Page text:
python for loop

Lada Kugis lada.kugis at gmail.com
Wed Apr 1 02:48:15 CEST 2009


On Wed, 01 Apr 2009 11:42:20 +1100, Ben Finney
<ben+python at benfinney.id.au> wrote:

>Lada Kugis <lada.kugis at gmail.com> writes:
>
>> in python for example:
>> for i in range(1,n)
>> goes from 1,2,3,4,...,n-1
>> (that is, it goes from 1 up to, but not including n)
>
>Also, ?range(n)? counts from 0 to n-1.
>
>> Why is that so ?
>
>The answer is in the documentation for ?range?:
>
>    For example, range(4) returns [0, 1, 2, 3]. The end point is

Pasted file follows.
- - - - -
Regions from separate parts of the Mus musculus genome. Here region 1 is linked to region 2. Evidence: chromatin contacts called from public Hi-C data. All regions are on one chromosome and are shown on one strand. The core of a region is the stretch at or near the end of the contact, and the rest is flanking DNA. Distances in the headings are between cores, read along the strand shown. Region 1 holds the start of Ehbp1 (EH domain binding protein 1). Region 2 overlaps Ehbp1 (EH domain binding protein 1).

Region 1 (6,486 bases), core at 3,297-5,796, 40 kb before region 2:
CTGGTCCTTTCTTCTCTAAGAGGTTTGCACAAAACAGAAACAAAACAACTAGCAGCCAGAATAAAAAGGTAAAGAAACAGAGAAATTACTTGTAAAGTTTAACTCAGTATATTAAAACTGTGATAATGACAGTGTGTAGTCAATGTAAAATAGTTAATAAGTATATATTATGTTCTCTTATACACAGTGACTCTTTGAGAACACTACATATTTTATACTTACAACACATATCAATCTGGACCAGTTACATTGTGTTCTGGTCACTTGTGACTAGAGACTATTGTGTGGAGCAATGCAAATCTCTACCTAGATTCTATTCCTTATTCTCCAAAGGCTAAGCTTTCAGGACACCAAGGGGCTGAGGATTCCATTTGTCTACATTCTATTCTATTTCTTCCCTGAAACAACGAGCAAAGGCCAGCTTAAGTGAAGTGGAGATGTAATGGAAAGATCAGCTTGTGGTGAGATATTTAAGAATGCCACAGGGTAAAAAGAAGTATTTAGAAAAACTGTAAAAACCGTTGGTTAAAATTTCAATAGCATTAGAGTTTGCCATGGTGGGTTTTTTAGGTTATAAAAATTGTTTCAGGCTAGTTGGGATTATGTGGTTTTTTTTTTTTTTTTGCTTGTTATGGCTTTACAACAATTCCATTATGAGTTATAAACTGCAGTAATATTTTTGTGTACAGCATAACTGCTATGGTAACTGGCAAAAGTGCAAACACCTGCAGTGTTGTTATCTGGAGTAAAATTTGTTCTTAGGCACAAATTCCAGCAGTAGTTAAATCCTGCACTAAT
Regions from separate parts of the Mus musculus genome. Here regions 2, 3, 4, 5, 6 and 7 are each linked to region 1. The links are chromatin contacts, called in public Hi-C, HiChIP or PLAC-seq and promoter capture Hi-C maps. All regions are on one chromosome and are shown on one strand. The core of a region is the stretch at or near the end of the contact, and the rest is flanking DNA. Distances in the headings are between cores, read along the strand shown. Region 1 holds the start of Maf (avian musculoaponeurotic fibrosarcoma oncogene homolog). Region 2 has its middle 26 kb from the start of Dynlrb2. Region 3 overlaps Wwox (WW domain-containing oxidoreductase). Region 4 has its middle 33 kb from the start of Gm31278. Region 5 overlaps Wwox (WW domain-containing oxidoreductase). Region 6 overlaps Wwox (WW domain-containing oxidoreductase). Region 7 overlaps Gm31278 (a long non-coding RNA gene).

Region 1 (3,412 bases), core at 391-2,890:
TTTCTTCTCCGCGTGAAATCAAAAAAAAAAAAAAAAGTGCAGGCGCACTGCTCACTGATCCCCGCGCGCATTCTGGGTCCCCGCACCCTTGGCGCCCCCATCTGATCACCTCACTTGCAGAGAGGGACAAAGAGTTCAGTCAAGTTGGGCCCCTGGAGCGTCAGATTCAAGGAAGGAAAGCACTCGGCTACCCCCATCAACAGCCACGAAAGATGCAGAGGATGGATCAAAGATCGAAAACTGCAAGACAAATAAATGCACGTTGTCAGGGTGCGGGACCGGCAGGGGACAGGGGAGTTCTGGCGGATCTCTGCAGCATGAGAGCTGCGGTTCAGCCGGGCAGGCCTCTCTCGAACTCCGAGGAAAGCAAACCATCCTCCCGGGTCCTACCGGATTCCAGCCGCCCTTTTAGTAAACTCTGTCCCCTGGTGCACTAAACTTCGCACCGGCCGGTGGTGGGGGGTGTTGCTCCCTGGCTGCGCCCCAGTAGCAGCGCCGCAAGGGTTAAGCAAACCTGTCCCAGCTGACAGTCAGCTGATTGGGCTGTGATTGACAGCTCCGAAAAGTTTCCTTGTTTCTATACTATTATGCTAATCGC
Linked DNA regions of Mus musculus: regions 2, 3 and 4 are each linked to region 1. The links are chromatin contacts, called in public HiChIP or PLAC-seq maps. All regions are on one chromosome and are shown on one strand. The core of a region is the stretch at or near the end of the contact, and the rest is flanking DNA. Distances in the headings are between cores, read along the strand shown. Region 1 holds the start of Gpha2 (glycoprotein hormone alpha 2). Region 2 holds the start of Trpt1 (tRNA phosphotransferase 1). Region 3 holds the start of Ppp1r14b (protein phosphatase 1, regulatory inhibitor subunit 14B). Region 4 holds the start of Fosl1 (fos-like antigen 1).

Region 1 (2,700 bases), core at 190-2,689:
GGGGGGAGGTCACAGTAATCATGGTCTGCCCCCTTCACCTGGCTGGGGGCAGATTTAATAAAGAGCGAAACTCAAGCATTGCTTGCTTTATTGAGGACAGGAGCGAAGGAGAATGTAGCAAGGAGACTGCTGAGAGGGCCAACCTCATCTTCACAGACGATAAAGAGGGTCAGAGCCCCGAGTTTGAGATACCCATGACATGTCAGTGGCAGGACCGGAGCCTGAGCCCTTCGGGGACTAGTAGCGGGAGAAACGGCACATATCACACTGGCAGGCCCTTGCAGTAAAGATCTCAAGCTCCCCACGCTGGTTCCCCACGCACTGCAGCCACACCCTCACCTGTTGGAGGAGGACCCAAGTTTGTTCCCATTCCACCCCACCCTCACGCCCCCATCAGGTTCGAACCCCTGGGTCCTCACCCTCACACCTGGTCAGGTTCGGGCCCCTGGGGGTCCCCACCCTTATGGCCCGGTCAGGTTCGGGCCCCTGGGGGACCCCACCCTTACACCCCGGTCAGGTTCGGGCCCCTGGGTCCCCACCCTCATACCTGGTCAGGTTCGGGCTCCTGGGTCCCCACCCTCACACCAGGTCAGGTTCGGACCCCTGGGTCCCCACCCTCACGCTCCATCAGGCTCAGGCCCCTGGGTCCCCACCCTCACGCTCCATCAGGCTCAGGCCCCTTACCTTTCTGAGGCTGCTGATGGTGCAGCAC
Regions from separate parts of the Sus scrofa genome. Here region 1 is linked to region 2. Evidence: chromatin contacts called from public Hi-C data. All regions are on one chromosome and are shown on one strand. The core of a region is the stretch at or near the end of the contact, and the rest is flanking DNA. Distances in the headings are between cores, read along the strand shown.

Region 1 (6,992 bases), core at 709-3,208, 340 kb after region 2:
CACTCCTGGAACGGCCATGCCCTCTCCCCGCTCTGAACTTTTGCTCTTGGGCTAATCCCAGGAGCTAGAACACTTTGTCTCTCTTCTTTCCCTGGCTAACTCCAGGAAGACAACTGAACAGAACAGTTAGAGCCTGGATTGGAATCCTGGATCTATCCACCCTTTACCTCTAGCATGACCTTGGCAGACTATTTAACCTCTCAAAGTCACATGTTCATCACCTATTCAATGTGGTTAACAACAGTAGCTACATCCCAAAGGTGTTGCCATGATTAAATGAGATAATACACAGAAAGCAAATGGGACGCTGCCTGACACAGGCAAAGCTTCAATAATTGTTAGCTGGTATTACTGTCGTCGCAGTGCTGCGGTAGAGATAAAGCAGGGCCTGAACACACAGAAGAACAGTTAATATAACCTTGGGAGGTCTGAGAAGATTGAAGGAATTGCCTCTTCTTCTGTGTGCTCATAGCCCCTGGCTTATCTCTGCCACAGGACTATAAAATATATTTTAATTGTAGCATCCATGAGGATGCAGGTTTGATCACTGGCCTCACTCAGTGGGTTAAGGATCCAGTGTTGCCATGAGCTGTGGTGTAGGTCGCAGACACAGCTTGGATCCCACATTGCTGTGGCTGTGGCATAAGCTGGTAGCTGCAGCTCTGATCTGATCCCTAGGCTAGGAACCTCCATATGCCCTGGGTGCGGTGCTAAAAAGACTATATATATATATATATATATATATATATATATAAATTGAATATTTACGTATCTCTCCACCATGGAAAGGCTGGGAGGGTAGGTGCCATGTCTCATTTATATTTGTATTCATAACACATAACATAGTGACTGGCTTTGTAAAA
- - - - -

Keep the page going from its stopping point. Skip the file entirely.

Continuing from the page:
>    omitted! These are exactly the valid indices for a list of 4
>    elements.

Yes, but why didn't they start indexing from 1 then, like fortran for
example ?
It would solve for [1,2,3,4] length of list (just returns the last
indice, in this case 4), "up to and including" problem, ...

Lada

>
>You may be interested in the iterator-generating functions in 
>?itertools? <URL:http://docs.python.org/library/itertools>.



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